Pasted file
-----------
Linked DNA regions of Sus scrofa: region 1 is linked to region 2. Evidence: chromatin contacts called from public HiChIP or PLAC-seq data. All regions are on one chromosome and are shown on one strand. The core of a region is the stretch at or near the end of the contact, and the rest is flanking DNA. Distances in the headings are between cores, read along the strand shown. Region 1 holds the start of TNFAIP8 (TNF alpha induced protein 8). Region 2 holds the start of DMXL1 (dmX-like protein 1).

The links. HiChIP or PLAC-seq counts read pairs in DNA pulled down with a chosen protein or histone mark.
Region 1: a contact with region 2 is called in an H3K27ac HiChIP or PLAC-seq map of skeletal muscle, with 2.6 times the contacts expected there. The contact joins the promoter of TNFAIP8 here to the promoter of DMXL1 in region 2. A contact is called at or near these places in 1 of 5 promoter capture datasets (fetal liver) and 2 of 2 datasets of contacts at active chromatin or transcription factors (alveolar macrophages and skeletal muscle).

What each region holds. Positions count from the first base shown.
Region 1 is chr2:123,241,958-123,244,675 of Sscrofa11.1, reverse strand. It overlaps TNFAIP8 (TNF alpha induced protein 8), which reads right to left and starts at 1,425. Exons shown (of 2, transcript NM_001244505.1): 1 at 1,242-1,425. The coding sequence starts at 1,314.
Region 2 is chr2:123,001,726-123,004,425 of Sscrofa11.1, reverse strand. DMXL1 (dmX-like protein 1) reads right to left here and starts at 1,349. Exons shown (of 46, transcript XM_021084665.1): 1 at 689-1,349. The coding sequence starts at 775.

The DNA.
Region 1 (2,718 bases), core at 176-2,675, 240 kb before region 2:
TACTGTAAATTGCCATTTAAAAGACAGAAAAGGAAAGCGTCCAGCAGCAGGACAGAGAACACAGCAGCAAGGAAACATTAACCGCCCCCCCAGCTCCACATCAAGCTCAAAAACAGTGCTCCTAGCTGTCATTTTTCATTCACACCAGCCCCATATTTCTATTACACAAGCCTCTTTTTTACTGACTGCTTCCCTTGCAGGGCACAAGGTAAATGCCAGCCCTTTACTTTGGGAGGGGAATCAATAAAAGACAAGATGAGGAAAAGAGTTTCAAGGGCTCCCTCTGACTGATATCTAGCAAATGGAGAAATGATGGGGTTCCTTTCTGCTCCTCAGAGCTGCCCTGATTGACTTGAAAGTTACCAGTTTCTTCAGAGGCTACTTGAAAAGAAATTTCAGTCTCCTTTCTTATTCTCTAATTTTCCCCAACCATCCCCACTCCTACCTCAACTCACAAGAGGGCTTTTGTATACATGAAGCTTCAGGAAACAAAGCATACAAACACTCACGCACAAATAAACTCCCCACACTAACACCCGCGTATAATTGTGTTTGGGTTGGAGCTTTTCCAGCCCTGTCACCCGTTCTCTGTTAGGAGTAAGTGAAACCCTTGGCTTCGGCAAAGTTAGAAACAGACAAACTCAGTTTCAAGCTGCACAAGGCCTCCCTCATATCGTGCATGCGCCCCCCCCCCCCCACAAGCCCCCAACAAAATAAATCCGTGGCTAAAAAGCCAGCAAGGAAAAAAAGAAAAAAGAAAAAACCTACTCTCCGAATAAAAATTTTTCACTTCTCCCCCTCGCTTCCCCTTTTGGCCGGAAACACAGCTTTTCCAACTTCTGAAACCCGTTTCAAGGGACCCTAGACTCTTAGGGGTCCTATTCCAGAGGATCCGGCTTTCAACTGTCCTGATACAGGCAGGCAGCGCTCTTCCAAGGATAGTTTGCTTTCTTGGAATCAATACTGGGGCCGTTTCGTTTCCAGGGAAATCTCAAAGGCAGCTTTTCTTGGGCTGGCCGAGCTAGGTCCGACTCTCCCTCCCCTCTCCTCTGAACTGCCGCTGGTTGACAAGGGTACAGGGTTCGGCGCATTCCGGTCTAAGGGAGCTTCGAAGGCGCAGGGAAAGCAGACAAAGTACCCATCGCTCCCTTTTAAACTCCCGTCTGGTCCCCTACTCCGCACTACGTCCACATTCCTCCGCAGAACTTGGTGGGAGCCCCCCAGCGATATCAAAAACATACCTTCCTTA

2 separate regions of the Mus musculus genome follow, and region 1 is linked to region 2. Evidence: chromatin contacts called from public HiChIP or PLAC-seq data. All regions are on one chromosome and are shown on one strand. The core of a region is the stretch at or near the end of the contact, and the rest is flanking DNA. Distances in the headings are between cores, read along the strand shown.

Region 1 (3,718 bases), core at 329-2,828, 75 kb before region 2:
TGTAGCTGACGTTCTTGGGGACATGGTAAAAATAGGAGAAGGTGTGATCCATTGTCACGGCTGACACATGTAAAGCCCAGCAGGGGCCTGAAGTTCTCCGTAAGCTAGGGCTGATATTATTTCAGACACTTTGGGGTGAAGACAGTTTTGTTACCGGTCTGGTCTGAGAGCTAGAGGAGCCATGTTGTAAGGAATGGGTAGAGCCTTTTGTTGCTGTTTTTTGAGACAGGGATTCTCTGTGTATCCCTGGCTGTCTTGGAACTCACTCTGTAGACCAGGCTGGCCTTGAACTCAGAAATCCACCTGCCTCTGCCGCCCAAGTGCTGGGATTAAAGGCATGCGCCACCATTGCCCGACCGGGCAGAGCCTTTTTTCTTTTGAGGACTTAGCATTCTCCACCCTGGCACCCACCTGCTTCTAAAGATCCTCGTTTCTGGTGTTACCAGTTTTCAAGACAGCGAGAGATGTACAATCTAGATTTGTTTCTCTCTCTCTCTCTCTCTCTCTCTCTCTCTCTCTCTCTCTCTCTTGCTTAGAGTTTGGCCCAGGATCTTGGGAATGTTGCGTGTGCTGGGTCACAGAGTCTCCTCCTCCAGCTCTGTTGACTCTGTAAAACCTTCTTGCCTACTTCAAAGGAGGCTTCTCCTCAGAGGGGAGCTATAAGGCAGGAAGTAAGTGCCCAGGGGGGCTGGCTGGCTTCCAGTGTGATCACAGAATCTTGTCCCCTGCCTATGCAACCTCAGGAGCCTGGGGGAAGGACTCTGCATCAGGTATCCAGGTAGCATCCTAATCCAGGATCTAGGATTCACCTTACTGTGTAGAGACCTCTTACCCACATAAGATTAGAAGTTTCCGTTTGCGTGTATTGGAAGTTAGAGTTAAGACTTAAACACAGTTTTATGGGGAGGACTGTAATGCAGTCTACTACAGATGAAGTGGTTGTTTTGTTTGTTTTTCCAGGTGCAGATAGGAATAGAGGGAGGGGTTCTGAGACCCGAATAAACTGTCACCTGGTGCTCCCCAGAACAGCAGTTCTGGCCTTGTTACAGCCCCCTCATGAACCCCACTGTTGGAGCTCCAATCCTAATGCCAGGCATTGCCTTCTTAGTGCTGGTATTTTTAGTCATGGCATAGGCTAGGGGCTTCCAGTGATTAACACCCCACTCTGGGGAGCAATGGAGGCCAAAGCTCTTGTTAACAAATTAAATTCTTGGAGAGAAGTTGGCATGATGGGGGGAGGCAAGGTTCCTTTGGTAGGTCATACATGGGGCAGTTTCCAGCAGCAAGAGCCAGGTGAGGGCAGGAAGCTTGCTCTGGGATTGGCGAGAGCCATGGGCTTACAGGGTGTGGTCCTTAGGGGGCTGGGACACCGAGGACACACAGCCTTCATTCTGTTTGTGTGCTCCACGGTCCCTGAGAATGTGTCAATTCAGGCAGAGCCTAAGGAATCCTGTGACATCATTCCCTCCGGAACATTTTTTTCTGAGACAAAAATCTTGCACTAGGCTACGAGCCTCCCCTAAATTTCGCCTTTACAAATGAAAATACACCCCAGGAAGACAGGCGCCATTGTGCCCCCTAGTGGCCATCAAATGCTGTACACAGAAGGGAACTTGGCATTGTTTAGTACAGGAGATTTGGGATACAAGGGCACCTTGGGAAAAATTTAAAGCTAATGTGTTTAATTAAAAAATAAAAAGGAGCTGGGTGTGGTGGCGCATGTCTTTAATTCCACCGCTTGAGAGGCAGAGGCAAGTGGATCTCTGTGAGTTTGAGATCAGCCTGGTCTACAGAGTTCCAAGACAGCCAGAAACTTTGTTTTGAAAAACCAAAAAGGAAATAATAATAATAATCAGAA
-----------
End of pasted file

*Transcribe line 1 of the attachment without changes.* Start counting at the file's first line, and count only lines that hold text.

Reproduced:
Linked DNA regions of Sus scrofa: region 1 is linked to region 2. Evidence: chromatin contacts called from public HiChIP or PLAC-seq data. All regions are on one chromosome and are shown on one strand. The core of a region is the stretch at or near the end of the contact, and the rest is flanking DNA. Distances in the headings are between cores, read along the strand shown. Region 1 holds the start of TNFAIP8 (TNF alpha induced protein 8). Region 2 holds the start of DMXL1 (dmX-like protein 1).